06 After doing more math, the wizards at Currie put the spindle on the jig and off-center milled it. This way when the spindle slides into the axle tube the hole will be dead center through the third member and into the other spindle.
07 Four 5⁄8-inch holes were then drilled through both ends of the rear housing. This will facilitate rosette welds to secure the new spindles.
08 With the new spindle slid in place and centered, a small tack weld was added to keep it in place prior to final welding. Currie also made sure the spindles were clocked properly for the Wilwood disc brake backing plates.
09 It’s obvious by these beautiful welds that Currie does this all the time. The axle tube was fully welded to the spindle around the entire circumference and the four holes were filled with welding rosettes.
10 With the spindle in place, we could then install the brake backing plates, which also house the parking brake parts. Before screwing in the fasteners, we hit them all with some red Loctite.
11 To carry the weight of the car, Strange went with some stout Timken bearings. These were the biggest ones they could use that would still fit inside the drive hub. In the back you can see the red seal, then two bearings with a bearing preload spacer between them. We mocked this up so you could see how the arrangement works. They are actually installed inside the drive hub after being packed in grease. The preload tapered bearing setup eliminates any play in the bearings, which further reduces any chance of piston knockback.
12 Entering the home stretch, we then secured the drive hubs to the specialized Wilwood rotor hats. The Strange kit will ship with standard 11-inch rotors, but buyers can also upgrade to the 14-inch GT slotted Wilwood rotors we’re running.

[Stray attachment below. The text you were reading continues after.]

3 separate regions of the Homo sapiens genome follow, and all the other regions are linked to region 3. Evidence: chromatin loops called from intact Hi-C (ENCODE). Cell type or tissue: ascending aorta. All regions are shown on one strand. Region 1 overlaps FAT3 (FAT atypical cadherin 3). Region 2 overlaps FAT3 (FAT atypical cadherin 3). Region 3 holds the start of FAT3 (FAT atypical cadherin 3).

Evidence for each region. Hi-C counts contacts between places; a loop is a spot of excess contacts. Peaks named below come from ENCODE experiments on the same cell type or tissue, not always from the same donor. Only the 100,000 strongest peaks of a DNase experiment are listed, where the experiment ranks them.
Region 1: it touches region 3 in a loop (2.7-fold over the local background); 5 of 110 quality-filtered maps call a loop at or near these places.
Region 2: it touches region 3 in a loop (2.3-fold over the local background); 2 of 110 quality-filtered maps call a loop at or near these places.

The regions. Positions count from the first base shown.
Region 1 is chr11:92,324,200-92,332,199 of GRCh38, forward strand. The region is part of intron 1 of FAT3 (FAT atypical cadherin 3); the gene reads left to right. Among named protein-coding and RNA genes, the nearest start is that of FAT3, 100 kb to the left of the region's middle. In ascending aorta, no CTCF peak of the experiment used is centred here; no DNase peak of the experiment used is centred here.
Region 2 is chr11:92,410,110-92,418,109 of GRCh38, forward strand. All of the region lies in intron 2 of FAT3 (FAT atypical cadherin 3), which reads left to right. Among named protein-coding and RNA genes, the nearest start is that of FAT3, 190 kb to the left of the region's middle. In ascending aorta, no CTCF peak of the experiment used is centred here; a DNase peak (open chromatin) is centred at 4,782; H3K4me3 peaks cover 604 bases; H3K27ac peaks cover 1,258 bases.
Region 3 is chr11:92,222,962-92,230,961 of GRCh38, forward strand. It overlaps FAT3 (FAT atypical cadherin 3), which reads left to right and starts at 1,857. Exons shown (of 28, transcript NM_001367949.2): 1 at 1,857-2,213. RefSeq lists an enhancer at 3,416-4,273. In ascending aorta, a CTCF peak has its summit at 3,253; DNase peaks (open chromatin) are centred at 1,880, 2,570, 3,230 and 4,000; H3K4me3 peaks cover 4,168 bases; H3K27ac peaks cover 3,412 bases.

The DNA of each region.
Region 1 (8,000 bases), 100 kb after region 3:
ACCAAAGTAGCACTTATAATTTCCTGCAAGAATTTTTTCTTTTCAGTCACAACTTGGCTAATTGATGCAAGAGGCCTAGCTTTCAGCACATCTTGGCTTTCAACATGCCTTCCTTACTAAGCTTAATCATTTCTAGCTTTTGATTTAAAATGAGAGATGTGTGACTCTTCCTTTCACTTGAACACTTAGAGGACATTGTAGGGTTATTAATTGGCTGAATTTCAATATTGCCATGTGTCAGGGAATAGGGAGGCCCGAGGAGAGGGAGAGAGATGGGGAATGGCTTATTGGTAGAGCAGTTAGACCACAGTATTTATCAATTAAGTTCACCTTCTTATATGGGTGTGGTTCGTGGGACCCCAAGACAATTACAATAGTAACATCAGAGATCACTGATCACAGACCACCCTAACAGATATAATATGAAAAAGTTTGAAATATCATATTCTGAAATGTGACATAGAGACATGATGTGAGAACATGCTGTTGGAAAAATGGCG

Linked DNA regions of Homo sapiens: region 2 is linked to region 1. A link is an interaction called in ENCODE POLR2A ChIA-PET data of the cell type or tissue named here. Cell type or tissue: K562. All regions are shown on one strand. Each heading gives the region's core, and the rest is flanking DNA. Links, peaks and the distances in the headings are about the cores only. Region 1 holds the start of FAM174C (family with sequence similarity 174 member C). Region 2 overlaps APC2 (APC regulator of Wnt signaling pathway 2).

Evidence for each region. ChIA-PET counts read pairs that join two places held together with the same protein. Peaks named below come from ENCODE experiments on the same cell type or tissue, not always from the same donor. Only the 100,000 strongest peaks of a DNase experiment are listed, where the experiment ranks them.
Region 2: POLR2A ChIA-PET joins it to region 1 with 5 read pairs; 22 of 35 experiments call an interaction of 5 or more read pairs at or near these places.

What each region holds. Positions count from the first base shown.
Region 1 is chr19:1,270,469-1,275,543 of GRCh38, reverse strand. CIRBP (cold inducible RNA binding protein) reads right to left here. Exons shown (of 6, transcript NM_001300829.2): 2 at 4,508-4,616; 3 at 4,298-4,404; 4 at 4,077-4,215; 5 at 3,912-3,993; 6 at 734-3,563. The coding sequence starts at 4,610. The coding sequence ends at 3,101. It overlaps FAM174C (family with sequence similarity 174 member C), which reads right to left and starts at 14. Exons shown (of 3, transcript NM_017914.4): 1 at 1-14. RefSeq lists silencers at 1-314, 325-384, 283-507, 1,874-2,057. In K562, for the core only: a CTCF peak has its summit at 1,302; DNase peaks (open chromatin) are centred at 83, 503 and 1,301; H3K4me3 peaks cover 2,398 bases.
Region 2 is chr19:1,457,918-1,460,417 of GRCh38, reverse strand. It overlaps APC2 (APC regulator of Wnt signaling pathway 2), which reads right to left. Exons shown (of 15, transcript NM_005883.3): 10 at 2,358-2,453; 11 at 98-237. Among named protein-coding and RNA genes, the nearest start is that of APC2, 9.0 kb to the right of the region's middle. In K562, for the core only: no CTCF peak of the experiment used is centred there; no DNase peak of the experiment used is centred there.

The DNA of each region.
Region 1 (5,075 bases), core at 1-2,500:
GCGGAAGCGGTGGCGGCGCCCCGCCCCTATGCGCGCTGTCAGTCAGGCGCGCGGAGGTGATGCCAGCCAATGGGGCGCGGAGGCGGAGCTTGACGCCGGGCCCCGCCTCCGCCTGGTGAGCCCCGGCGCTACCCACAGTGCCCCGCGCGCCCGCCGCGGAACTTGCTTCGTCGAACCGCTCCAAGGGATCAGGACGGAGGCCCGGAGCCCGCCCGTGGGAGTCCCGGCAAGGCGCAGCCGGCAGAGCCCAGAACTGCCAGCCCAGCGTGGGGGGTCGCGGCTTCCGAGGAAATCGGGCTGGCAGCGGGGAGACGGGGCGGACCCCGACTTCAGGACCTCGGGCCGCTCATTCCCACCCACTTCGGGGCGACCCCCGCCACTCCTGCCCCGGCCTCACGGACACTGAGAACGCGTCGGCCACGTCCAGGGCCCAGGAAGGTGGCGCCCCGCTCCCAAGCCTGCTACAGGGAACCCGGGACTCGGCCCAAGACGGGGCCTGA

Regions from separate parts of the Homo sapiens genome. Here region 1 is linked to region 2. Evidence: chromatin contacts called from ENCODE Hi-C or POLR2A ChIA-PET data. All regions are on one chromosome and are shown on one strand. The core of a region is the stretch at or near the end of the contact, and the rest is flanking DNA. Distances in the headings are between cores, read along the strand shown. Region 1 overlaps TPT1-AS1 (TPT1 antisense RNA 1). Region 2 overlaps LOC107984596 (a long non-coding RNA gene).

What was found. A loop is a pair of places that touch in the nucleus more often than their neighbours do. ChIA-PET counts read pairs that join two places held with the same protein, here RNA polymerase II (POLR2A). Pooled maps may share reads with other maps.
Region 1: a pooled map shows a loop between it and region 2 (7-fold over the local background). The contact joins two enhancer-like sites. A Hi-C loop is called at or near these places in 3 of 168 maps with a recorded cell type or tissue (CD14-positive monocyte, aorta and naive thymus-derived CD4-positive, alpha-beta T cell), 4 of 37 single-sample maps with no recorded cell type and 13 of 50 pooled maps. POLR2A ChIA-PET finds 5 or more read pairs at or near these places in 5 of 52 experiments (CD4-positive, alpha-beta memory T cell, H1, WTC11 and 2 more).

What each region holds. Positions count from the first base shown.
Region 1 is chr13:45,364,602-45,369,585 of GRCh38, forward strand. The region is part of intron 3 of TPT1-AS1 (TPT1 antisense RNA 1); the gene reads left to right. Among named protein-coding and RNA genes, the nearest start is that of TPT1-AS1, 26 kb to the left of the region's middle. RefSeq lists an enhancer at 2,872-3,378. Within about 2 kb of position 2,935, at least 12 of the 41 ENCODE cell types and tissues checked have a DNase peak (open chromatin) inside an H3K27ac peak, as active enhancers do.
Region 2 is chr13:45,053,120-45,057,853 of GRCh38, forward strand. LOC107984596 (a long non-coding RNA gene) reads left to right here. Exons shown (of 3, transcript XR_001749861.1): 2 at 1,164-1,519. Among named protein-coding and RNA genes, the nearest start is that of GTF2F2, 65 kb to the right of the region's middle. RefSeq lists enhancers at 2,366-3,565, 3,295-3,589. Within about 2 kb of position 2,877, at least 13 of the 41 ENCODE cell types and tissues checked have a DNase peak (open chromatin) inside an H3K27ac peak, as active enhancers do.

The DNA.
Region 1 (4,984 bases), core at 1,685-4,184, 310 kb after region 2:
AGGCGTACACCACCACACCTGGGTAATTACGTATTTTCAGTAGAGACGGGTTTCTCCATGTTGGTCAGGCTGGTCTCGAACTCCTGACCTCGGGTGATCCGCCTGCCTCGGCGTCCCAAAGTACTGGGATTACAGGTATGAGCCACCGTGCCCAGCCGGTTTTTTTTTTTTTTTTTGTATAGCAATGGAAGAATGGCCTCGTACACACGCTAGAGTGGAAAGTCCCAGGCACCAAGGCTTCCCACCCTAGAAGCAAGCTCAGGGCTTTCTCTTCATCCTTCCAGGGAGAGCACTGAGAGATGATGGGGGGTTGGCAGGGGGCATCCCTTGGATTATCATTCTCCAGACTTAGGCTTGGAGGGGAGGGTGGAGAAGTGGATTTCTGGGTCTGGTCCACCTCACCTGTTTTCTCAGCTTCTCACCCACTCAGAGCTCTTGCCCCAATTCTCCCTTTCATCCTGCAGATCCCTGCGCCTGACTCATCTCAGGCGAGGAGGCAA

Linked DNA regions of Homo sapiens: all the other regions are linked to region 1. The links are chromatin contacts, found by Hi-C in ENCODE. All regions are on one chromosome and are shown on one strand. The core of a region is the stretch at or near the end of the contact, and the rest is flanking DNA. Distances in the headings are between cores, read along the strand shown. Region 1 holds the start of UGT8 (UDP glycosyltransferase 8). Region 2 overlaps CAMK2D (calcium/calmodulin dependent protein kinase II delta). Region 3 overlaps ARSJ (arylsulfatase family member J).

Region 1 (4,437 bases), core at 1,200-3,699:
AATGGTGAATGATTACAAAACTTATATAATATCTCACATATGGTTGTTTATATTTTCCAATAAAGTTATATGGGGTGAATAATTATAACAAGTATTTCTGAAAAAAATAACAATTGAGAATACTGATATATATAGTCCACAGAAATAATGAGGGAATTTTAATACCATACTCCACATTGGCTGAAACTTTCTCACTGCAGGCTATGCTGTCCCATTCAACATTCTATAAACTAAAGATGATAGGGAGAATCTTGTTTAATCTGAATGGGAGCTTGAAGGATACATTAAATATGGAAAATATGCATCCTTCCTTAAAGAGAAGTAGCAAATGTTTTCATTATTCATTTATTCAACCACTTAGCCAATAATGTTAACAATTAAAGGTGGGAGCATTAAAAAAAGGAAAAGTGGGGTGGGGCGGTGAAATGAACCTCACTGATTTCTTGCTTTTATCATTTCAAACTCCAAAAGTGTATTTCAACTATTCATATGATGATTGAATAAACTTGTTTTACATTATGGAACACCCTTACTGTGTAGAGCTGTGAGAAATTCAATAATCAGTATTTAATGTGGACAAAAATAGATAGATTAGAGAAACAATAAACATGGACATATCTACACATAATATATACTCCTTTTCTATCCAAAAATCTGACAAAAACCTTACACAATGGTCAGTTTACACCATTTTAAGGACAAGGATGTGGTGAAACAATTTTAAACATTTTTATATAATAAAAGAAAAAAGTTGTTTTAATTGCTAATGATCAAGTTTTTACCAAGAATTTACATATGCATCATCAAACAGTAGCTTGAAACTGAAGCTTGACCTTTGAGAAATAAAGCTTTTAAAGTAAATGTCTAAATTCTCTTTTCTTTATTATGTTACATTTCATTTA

13 We then packed the bearings in Swepco 101 moly grease and installed them into the drive hub, tapping in the Timken seal last.
14 The rotor/drive-hub assembly was then slid on the spindle and secured using the lock collar and spindle nut. Make note that the spindle nut goes on with the chamfered side facing the wheel, as shown. The spindle nuts were torqued to 75-85 ft-lbs using the supplied tool.
15 The steel drive plates are what actually transfer the power from the diff to the wheels. They’re held to the drive hub by two small Allen bolts, but the load is carried by the wheel studs. The drive plates had O-rings on the back to help seal in all the bearing grease.
16 The last and arguably most critical piece of the floater puzzle are the Hy-Tuf axles. Before being inserted, we installed the supplied snap rings on the 24-spline outer ends. These rings keep the axles from sliding inward and beating the crud out of the centersection. The outside axle is a course 24-spline, common to NASCAR and other forms of oval track racing.
17 Prior to installing the O-ringed cap, we coated the axle end with a nice layer of high-pressure lubricant. When ordering your floater system from Strange, make sure to tell them what the inner diameter is for your wheel centers.
18 Since we were in the neighborhood, we took this opportunity to swap out Bad Penny’s 3.89 gears for a set of Motive 3.50s. We also had them fully polished before bolting them to our Detroit TruTrac posi and installing it all in our aluminum Strange case. When we were running the standing mile, our Camaro was running out of Fifth gear at 172 mph. That won’t be a problem now, and we should also see an mpg benefit on the highway.
19 All done and ready to stuff back under our ’68. In the end, all of the math that Currie did paid off, and our flange-to-flange distance came in at 551⁄16 inches, which is pretty darn close to perfect.
20 Back over at Don Lee Auto, we installed the new floater rearend and bolted on the killer W4A forged nickel-plated Wilwood calipers.